Luther On The Law and Grace

One wonders why baptism was not proscribed for John the Baptist. A truly great theologian of the Reformation tells you. John was the Law, Christ was Grace. Baptism is under Grace:

If man is to become spiritual and a believer, he must necessarily first be under the law; for no one can know his faults without the law, and he who does not know his sin will not long for grace. But the law demands so much that man must realize and confess that he is unable to satisfy those demands. Then he must despair of himself and in all humility sigh for the grace of God. Behold, therefore the seven years come first, the law precedes grace as John the Baptist was the forerunner of Christ. The law kills and condemns the natural, sensual man, so that grace may lift up the spiritual, inner man.

And

The Holy Spirit indeed convicted the world by preaching before from the beginning (for Christ ever rules, and is the same Christ “yesterday and to-day, and for ever,” Heb13, 8) through the holy fathers, Adam, Noah, Abraham, Moses, Elijah, Elisha, and John the Baptist, and this conviction was upheld by divine power. But now the true beginning is to be made, and Christ will institute a public conviction, which is to be extended not only over the Jewish people, but over the whole world until the last day.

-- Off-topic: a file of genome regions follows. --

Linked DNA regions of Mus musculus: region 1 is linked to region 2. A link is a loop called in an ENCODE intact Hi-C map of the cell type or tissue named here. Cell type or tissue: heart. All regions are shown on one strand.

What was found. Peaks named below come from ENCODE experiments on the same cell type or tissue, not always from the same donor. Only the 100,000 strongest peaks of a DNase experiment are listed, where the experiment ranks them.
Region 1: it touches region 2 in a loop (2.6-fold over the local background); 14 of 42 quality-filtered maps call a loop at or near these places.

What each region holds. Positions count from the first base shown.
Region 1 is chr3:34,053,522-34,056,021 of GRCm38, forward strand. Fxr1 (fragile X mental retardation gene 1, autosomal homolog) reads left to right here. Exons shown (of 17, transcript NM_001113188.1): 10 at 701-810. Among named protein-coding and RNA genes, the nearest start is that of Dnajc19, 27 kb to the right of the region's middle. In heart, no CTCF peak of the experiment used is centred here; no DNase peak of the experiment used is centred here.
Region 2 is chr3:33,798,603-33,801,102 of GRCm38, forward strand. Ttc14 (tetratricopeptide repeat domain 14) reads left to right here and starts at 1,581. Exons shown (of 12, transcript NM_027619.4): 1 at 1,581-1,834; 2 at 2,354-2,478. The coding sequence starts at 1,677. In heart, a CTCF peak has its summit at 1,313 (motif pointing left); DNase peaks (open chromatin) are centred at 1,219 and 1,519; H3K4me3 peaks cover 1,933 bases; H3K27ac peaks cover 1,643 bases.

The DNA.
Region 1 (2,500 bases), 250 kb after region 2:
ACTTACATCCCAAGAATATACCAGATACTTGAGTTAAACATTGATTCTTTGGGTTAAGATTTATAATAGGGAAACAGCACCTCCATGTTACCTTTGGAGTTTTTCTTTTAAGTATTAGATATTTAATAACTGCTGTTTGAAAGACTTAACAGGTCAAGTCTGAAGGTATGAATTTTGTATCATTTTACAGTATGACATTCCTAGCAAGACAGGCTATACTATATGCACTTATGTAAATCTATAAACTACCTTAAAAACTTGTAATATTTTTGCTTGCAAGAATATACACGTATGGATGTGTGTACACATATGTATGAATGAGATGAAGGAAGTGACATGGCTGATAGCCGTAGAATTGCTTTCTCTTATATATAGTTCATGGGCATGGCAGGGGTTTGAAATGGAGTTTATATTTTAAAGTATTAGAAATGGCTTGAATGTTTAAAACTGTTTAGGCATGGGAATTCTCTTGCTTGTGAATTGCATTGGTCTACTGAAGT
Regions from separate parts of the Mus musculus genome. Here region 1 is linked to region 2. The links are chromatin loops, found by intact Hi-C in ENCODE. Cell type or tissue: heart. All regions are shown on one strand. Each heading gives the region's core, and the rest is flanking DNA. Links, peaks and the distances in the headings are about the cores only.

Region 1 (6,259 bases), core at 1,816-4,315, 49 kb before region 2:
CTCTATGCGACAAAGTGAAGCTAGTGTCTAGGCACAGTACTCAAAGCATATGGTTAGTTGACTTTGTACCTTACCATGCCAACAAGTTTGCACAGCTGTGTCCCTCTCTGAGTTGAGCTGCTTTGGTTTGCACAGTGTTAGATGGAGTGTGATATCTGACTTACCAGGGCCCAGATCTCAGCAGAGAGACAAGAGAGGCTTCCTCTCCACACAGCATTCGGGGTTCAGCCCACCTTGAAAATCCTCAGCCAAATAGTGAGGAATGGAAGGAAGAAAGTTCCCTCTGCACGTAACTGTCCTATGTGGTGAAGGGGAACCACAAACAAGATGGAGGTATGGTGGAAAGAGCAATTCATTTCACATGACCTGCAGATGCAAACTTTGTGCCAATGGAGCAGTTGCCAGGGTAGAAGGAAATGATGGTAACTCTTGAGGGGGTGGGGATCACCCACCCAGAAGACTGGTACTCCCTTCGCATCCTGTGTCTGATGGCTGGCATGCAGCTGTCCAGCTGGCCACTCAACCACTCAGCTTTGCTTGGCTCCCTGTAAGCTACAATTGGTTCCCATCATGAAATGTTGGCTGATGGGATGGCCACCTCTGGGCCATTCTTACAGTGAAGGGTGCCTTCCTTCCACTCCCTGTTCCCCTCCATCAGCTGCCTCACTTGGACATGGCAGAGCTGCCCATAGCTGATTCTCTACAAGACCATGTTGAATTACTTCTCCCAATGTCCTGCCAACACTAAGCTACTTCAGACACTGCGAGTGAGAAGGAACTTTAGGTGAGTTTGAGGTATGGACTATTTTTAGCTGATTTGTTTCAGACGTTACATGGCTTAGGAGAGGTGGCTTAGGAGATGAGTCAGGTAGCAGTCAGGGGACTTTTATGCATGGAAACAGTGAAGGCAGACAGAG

And finally, because John died before Christ, to which we read in Paul – who actually matters:

What shall we say then? shall we continue in sin, that there may be abundance of grace? God forbid. How shall we that are dead as touching sin live any longer therein? Remember ye not that all we which are baptised in the name of Christ Jesu, are baptised to die with him? We are buried with him by baptism for to die: That (likewise) as Christ was raised up from death by the glory of the father: even so we also should walk in a new life. For if we be graft in death like unto him: even so must we be in the resurrection. This we must remember, that our old man is crucified with him also, that the body of sin might utterly be destroyed, that henceforth we should not be servants of sin. For he that is dead, is justified from sin. Wherefore if we be dead with Christ, we believe that we shall live with him: remembering that Christ once raised from death, dieth no more. Death hath no more power over him.  (Rom 6:1-9 William Tyndale)

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